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R Adams Cowley (July 25, 1917 – October 27, 1991) was an American surgeon considered a pioneer in emergency medicine and the treatment of shock trauma.[1] He is also known for being one of the first to perform open-heart surgery and invented both a surgical clamp that bears his name and a prototype pacemaker that was used by Dwight D. Eisenhower.[2]

CareerEdit

He was instrumental in the creation of the first statewide EMS system in the United States in his home state of Maryland, which included the first use of helicopters for civilian medical use, and founded the Maryland Institute for Emergency Medical Services, which was renamed the R Adams Cowley Shock Trauma Center after his death.[3] He is also credited with conceiving the concept of the "golden hour" and raising awareness of the opportunity for prevention of traumatic injury. In 1986, he was named director of the newly created National Study Center for Trauma and Emergency Medical Systems.[2]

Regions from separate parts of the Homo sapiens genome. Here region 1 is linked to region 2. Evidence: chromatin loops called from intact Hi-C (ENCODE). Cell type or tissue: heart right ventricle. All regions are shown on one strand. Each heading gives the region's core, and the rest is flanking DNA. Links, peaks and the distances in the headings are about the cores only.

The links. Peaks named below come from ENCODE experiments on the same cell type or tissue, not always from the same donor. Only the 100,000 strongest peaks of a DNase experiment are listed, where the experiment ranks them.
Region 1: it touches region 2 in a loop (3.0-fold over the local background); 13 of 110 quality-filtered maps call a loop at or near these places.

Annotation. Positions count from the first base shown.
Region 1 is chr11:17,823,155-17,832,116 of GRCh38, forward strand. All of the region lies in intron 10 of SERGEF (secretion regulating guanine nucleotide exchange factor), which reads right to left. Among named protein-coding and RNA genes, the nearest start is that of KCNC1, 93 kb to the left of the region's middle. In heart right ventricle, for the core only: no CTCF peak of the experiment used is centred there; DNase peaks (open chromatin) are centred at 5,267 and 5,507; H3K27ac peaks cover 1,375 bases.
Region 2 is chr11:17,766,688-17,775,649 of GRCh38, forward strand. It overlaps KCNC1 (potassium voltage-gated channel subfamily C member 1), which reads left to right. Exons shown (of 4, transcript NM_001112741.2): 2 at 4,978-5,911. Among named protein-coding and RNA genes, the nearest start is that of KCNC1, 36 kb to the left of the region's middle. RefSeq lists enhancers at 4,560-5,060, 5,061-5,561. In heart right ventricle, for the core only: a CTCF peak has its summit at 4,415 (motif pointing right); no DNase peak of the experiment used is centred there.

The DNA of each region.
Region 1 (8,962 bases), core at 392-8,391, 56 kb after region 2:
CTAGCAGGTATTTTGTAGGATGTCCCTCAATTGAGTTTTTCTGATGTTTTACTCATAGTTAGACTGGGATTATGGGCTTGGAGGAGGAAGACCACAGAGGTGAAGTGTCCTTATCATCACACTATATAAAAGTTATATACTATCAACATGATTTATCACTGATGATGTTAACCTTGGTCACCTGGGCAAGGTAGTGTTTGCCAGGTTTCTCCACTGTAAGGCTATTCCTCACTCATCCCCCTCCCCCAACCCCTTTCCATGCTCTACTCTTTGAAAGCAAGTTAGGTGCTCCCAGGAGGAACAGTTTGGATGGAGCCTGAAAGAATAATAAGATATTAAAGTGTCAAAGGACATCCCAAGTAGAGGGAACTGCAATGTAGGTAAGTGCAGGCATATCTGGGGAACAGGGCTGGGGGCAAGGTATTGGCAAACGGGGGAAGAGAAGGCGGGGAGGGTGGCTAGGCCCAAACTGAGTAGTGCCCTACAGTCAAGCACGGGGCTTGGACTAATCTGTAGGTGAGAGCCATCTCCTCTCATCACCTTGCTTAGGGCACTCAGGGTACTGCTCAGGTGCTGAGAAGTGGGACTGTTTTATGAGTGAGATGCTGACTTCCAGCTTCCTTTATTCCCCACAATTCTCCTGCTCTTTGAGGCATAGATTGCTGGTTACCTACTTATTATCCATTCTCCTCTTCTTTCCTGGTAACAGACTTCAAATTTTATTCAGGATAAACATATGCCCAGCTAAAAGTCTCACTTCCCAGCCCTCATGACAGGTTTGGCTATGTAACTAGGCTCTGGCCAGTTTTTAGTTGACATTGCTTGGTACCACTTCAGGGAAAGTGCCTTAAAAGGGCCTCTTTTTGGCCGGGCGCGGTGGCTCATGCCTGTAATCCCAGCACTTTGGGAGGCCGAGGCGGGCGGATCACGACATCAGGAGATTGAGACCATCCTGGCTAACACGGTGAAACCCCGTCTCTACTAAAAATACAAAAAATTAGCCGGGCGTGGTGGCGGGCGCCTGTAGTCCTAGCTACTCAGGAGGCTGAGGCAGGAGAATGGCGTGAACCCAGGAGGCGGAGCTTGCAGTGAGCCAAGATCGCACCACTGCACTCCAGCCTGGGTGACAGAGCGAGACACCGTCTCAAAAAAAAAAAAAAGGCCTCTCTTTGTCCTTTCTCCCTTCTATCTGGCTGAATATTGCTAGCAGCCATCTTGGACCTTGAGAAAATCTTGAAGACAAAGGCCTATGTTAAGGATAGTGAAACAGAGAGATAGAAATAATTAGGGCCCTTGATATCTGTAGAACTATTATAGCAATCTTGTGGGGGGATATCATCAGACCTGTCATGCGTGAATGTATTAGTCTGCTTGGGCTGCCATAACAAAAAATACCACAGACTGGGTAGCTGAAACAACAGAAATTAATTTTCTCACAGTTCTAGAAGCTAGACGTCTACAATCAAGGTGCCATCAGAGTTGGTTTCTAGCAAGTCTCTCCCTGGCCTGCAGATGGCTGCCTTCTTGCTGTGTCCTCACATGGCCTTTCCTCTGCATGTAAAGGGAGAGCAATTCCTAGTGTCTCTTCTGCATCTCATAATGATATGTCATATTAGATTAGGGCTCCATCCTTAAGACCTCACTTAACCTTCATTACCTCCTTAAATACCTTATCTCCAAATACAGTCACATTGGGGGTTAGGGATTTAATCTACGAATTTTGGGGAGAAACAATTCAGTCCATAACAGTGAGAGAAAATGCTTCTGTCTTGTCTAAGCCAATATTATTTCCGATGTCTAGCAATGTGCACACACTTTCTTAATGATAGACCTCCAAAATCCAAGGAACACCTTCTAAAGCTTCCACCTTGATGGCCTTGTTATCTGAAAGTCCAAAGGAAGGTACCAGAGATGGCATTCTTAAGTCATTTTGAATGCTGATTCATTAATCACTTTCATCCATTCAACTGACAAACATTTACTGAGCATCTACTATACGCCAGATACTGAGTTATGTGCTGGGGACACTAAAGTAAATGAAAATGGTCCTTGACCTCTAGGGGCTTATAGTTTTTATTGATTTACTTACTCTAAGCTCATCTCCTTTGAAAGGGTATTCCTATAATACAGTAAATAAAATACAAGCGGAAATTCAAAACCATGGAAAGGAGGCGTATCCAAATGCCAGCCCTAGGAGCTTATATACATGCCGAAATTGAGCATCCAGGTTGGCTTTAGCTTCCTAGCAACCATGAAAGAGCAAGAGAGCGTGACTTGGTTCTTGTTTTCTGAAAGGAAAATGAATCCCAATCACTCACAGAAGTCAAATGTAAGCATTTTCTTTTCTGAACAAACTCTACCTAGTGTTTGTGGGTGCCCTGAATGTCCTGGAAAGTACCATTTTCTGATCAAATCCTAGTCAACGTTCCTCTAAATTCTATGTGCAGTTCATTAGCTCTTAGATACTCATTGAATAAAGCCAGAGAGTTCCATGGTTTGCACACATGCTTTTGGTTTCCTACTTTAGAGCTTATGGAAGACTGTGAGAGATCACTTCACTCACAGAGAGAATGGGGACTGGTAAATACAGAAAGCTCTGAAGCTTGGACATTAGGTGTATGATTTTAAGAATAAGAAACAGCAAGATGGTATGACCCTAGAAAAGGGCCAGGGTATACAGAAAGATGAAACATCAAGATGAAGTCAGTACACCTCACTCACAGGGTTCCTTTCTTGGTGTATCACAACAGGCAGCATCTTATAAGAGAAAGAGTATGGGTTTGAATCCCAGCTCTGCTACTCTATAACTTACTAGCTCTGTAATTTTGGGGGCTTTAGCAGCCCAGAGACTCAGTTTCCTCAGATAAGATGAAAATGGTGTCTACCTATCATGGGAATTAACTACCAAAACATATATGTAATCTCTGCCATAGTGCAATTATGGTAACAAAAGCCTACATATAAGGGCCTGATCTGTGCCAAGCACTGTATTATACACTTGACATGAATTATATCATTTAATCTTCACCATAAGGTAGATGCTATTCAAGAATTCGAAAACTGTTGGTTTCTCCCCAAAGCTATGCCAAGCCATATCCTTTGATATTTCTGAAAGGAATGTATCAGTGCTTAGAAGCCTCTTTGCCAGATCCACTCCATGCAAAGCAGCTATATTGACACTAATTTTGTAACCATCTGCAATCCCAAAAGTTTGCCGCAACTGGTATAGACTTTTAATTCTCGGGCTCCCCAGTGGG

Personal lifeEdit

Cowley was born in Layton, Utah on July 25, 1917. He was married to Roberta S. Cowley, with whom he had a son, R Adams Cowley II, and a daughter, Kay Cowley Pace.[2] Outside of the practice of medicine, he was an elder in the Church of Jesus Christ of Latter-day Saints.[1]

Cowley died of heart failure on October 27, 1991. He is buried at Arlington National Cemetery.

First nameEdit

Cowley's grandfather had wanted him named "Rufus" after himself, but his mother disliked the name. So Cowley's official first name became simply "R", and he insisted that it be written without a period after it.[4]

Media portrayalEdit

Cowley is portrayed by William Conrad in the 1982 made-for-TV film Shocktrauma.[2]

See alsoEdit

ReferencesEdit

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